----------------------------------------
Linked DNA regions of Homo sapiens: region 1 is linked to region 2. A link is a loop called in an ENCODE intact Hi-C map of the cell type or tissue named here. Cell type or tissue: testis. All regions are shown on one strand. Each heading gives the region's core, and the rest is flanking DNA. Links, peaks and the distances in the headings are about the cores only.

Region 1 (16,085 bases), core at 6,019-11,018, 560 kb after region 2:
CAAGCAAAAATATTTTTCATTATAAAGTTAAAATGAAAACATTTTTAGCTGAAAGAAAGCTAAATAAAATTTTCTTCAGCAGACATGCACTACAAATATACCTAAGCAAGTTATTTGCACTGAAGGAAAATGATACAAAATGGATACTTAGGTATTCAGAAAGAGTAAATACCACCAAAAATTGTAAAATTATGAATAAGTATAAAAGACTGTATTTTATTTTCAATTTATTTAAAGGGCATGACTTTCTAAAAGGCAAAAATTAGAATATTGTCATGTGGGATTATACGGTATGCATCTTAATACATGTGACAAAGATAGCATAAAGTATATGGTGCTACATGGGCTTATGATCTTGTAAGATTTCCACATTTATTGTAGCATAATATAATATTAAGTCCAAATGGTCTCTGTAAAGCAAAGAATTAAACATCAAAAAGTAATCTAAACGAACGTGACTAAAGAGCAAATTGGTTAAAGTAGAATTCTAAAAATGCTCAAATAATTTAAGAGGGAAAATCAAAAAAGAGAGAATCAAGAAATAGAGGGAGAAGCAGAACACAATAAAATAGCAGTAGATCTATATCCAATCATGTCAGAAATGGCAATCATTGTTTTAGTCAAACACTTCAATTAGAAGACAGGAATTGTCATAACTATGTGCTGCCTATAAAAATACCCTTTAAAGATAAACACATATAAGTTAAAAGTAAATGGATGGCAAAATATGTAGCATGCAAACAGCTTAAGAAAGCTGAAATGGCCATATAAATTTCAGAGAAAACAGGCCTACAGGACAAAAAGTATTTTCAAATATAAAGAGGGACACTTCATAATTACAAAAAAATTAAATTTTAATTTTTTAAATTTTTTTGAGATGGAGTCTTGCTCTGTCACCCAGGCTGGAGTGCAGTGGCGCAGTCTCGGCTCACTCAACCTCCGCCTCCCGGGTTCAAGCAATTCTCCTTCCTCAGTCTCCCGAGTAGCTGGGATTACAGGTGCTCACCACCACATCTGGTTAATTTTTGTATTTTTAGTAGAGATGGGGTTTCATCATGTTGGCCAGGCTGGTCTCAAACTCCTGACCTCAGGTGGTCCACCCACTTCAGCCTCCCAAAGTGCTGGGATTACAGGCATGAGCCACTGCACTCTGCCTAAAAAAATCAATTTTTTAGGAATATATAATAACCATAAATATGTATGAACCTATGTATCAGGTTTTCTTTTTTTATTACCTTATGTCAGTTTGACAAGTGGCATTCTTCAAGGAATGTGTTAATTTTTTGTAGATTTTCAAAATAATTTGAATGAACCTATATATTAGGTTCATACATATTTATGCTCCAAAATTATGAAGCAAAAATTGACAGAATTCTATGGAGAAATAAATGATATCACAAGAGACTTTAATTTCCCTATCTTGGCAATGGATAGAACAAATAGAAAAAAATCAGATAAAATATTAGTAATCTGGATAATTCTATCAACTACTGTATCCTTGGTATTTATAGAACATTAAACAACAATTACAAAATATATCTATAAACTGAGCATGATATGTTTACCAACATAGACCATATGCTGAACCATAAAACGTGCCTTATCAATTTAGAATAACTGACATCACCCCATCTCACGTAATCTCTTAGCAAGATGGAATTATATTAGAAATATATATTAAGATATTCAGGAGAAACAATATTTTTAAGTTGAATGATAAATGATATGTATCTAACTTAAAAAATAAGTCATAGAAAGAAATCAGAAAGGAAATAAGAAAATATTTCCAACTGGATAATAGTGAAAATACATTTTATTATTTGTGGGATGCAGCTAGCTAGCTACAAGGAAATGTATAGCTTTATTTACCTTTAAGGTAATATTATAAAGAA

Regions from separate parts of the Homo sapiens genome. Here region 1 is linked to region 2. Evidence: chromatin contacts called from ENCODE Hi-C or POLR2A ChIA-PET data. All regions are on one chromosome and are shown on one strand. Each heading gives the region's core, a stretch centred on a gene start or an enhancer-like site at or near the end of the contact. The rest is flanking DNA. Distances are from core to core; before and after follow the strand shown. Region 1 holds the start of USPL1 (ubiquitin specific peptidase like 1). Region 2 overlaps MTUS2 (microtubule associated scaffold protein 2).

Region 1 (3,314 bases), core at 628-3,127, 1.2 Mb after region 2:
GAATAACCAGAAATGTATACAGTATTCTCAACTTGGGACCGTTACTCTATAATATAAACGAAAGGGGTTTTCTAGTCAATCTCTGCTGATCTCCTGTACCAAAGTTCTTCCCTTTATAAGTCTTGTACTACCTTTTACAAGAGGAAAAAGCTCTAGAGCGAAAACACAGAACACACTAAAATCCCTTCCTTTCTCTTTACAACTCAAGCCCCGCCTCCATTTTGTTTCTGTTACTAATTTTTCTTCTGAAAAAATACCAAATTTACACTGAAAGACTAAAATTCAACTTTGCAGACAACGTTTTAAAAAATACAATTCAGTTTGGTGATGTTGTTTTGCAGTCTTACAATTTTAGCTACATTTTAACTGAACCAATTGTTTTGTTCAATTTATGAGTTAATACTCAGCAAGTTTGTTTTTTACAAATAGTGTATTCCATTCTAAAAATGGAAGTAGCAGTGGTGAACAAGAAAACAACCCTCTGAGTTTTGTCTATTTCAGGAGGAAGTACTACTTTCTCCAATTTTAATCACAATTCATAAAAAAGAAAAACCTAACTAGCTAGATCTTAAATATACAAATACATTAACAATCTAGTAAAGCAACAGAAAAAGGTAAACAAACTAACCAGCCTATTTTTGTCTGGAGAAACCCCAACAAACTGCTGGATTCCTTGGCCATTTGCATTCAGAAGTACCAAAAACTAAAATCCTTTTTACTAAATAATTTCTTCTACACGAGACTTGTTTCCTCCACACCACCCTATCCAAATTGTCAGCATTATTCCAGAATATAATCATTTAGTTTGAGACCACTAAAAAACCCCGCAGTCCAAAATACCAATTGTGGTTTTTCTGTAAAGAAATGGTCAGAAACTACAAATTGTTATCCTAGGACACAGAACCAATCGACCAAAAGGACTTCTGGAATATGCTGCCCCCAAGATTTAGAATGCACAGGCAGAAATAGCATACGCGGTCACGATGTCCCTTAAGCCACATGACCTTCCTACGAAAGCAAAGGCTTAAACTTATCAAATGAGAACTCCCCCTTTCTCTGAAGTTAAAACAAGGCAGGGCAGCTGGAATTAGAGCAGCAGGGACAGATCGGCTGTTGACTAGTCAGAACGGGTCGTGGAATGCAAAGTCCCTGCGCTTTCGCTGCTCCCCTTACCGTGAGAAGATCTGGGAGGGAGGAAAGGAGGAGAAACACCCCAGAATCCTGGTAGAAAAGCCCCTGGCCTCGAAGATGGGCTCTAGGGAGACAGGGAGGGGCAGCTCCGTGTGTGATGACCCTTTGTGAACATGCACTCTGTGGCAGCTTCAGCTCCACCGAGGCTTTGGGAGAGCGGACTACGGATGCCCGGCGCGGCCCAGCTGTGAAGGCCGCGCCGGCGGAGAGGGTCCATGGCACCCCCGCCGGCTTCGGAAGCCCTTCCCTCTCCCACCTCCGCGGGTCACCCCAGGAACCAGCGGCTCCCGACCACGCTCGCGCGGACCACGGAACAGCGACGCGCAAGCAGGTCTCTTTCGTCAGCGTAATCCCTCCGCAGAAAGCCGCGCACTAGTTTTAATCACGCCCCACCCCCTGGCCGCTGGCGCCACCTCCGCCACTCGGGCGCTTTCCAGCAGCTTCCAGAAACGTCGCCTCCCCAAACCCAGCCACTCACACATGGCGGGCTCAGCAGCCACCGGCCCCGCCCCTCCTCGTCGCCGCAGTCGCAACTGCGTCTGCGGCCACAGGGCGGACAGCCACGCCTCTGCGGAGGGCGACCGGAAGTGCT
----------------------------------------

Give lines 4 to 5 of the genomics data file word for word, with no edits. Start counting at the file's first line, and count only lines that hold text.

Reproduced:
Regions from separate parts of the Homo sapiens genome. Here region 1 is linked to region 2. Evidence: chromatin contacts called from ENCODE Hi-C or POLR2A ChIA-PET data. All regions are on one chromosome and are shown on one strand. Each heading gives the region's core, a stretch centred on a gene start or an enhancer-like site at or near the end of the contact. The rest is flanking DNA. Distances are from core to core; before and after follow the strand shown. Region 1 holds the start of USPL1 (ubiquitin specific peptidase like 1). Region 2 overlaps MTUS2 (microtubule associated scaffold protein 2).

Region 1 (3,314 bases), core at 628-3,127, 1.2 Mb after region 2: